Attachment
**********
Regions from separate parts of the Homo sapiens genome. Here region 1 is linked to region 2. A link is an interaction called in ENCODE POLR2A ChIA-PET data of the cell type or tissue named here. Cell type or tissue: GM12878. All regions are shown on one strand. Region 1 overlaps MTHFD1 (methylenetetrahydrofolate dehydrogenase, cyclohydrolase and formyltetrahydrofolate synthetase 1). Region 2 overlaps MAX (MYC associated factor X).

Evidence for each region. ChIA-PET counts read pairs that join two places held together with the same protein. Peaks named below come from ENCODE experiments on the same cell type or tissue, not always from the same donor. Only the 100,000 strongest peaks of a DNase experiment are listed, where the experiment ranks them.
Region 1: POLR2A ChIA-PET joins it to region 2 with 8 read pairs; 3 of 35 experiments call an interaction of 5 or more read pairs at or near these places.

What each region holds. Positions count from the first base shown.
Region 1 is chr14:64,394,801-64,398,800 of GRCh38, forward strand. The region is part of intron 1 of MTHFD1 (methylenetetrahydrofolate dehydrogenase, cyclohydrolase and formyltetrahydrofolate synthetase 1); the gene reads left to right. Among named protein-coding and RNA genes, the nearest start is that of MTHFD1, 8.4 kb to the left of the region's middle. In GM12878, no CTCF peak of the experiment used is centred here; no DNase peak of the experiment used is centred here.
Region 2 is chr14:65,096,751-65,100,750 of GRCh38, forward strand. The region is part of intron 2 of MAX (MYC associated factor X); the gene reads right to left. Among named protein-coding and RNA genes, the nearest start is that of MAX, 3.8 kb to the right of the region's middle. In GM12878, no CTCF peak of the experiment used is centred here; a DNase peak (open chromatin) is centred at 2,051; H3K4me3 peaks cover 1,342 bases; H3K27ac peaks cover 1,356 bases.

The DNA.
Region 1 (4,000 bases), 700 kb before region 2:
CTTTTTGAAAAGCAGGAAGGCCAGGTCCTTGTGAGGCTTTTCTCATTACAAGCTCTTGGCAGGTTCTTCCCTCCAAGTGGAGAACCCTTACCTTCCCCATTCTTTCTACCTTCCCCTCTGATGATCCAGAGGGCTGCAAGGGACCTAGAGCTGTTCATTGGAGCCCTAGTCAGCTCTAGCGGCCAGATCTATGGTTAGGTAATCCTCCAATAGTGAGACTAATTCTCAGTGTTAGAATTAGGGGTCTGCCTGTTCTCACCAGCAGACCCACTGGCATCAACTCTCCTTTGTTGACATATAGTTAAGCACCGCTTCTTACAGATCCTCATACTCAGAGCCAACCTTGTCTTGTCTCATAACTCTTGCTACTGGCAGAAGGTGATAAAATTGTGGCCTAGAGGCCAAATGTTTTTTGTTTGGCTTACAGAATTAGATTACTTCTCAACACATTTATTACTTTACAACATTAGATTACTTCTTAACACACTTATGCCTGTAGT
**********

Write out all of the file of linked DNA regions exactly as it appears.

Regions from separate parts of the Homo sapiens genome. Here region 1 is linked to region 2. A link is an interaction called in ENCODE POLR2A ChIA-PET data of the cell type or tissue named here. Cell type or tissue: GM12878. All regions are shown on one strand. Region 1 overlaps MTHFD1 (methylenetetrahydrofolate dehydrogenase, cyclohydrolase and formyltetrahydrofolate synthetase 1). Region 2 overlaps MAX (MYC associated factor X).

Evidence for each region. ChIA-PET counts read pairs that join two places held together with the same protein. Peaks named below come from ENCODE experiments on the same cell type or tissue, not always from the same donor. Only the 100,000 strongest peaks of a DNase experiment are listed, where the experiment ranks them.
Region 1: POLR2A ChIA-PET joins it to region 2 with 8 read pairs; 3 of 35 experiments call an interaction of 5 or more read pairs at or near these places.

What each region holds. Positions count from the first base shown.
Region 1 is chr14:64,394,801-64,398,800 of GRCh38, forward strand. The region is part of intron 1 of MTHFD1 (methylenetetrahydrofolate dehydrogenase, cyclohydrolase and formyltetrahydrofolate synthetase 1); the gene reads left to right. Among named protein-coding and RNA genes, the nearest start is that of MTHFD1, 8.4 kb to the left of the region's middle. In GM12878, no CTCF peak of the experiment used is centred here; no DNase peak of the experiment used is centred here.
Region 2 is chr14:65,096,751-65,100,750 of GRCh38, forward strand. The region is part of intron 2 of MAX (MYC associated factor X); the gene reads right to left. Among named protein-coding and RNA genes, the nearest start is that of MAX, 3.8 kb to the right of the region's middle. In GM12878, no CTCF peak of the experiment used is centred here; a DNase peak (open chromatin) is centred at 2,051; H3K4me3 peaks cover 1,342 bases; H3K27ac peaks cover 1,356 bases.

The DNA.
Region 1 (4,000 bases), 700 kb before region 2:
CTTTTTGAAAAGCAGGAAGGCCAGGTCCTTGTGAGGCTTTTCTCATTACAAGCTCTTGGCAGGTTCTTCCCTCCAAGTGGAGAACCCTTACCTTCCCCATTCTTTCTACCTTCCCCTCTGATGATCCAGAGGGCTGCAAGGGACCTAGAGCTGTTCATTGGAGCCCTAGTCAGCTCTAGCGGCCAGATCTATGGTTAGGTAATCCTCCAATAGTGAGACTAATTCTCAGTGTTAGAATTAGGGGTCTGCCTGTTCTCACCAGCAGACCCACTGGCATCAACTCTCCTTTGTTGACATATAGTTAAGCACCGCTTCTTACAGATCCTCATACTCAGAGCCAACCTTGTCTTGTCTCATAACTCTTGCTACTGGCAGAAGGTGATAAAATTGTGGCCTAGAGGCCAAATGTTTTTTGTTTGGCTTACAGAATTAGATTACTTCTCAACACATTTATTACTTTACAACATTAGATTACTTCTTAACACACTTATGCCTGTAGT